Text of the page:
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The Power of a Good Book

By Mariann Sullivan — December 05, 2011

Books change the world. I mean, yeah, you can get a lot of information about everything on the internet machine, but how many of us would be wandering around in the dark, still eating animals, if we hadn’t had our thoughts about animals crystallized by reading a great book? Whether it’s Peter Singer, or J.M. Coetzee, or Jonathan Balcombe, or whoever, something you read in a book probably got you where you are today.

The problem is, of course, how do you get people who haven’t yet seen the light to read some of that literature so it can enlighten them? Well, one idea that I love is to make some books about animals part of a reading series. Here in New York, one of our favorite reading series, Free Range Nonfiction (I know, I know, the name is a bit offputting but, I promise, they’re not talking about “humane” eggs, they’re talking about a free-wheeling approach to nonfiction) is having a special animal night featuring the works of Alison Espach, Alison Smith, and Hannah Tinti (Disclaimer: I am not yet familiar with any of these authors, but my curiosity is definitely piqued.) Not everyone who runs Free Range is vegan (or even vegetarian), which is one of the great things about the fact that animals have made it on to the agenda for the evening, and that Woodstock Farm Animal Sanctuary will be the beneficiary of the night’s proceeds.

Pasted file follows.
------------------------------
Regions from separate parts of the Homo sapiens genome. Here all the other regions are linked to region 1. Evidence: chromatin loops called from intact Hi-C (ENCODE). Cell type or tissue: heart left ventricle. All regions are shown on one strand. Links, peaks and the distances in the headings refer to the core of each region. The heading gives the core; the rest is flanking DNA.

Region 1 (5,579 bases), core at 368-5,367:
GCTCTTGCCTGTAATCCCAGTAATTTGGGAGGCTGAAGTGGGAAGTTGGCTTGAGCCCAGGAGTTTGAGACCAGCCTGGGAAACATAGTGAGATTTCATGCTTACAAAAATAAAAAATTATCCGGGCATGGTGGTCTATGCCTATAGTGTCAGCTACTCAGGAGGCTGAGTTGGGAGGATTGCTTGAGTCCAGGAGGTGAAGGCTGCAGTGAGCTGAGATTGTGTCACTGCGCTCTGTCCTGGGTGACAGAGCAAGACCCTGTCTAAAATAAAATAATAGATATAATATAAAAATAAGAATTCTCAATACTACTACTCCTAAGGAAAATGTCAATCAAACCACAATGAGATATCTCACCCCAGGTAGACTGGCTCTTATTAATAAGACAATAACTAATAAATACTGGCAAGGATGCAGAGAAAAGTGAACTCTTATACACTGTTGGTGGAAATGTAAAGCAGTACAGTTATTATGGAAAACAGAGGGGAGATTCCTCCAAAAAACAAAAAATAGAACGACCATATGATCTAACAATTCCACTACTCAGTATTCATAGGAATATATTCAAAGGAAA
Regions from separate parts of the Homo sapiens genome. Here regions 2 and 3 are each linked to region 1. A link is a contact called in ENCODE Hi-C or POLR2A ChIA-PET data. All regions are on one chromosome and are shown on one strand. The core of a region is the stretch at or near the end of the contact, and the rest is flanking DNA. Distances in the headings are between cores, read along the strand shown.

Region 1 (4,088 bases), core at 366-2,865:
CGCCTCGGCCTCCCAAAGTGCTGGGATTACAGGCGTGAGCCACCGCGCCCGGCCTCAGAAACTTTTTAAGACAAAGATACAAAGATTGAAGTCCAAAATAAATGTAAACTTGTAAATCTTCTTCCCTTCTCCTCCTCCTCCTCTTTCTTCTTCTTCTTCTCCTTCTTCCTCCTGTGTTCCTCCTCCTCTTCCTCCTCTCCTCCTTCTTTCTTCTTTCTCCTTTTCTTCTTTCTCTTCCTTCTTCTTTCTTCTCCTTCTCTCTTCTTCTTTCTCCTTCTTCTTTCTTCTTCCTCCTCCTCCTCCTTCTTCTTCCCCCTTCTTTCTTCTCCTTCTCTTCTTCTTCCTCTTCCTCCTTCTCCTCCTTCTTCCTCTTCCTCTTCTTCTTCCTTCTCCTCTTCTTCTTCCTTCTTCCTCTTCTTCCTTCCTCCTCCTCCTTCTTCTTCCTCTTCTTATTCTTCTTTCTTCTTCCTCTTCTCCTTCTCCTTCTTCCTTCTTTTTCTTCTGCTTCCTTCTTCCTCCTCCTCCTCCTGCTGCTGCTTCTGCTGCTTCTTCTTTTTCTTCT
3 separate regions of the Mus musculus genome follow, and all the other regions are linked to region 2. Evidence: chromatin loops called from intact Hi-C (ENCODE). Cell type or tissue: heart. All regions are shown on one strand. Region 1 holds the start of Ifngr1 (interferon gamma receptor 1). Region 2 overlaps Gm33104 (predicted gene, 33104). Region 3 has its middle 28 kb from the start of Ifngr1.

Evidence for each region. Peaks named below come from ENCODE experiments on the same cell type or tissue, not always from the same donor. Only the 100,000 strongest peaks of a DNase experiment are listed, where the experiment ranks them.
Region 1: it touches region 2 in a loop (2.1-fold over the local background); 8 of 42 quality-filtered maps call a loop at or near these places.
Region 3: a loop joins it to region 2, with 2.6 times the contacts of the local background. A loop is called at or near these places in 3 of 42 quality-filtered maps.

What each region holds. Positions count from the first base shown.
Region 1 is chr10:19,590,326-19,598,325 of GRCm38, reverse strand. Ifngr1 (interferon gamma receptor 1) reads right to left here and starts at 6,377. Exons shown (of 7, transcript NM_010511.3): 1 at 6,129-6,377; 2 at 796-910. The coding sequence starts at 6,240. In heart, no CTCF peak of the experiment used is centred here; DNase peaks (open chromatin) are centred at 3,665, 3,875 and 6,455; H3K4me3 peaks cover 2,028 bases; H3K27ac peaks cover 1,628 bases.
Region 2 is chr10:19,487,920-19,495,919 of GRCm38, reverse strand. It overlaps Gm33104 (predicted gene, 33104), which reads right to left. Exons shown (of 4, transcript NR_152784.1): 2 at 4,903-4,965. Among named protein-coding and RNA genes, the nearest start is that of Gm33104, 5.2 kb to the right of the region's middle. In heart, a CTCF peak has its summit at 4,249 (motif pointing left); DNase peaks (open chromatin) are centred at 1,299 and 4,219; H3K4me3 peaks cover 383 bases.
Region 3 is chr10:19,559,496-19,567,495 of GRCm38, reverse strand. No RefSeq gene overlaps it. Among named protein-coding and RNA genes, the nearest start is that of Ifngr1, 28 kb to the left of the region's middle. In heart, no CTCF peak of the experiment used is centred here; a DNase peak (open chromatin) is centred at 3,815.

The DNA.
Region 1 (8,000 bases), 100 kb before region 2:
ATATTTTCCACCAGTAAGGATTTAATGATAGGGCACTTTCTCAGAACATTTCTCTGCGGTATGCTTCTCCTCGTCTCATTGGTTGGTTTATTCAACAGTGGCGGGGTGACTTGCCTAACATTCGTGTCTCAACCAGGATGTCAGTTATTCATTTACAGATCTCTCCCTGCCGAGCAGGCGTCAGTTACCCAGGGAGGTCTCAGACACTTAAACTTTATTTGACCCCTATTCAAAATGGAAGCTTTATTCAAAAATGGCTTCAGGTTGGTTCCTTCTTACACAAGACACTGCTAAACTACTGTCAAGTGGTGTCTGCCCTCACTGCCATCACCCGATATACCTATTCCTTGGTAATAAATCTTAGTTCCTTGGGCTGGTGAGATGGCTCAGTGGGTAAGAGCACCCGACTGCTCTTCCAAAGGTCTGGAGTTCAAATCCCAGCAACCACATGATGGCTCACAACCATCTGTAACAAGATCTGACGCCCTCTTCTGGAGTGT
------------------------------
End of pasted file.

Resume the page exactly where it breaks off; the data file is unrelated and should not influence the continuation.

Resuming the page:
With a few tweaks, this kind of program can be replicated anywhere. Free Range features authors reading from their own works, but if that’s too hard to pull off where you are, think about doing a reading with, maybe, one author reading his or her own work (or work-in-progress), and then a few really good readers reading from the works of some of the classics. Black Beauty is one that springs to mind. (If it’s a copyrighted work and you intend to read a long excerpt and you want to be very cautious, you might want to get permission, which should not be hard to do). Maybe your local library would be willing to sponsor the event.

Of course, in addition to a formal reading series, if you’re part of a reading group, you can always recommend a book that changed your heart about animal issues. Maybe it’ll change a few more.






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(2) Readers Comments

  1. December 5, 2011 at 3:57 pm

    Yes! My local vegetarian society hosted a children's storytime at a local library where the parents and older children read hand-selected (pro-animal, pro-environment, pro-vegan) books to the younger children ... we even had a couple kids wander in from the stacks. We also did two storytimes at the local vegetarian festival. Books can be powerful vehicles for change.

  2. Priscilla Rader
    December 5, 2011 at 10:44 pm

    My college (Pacific University near Portland, OR) had all entering freshman two years ago read "Eating Animals." This prompted a semester-long discussion of animal ethics in all first-year seminar classes for their first semester in college. A lot of civic engagement projects also focused on animal issues because of the spark. Yay for good choices!



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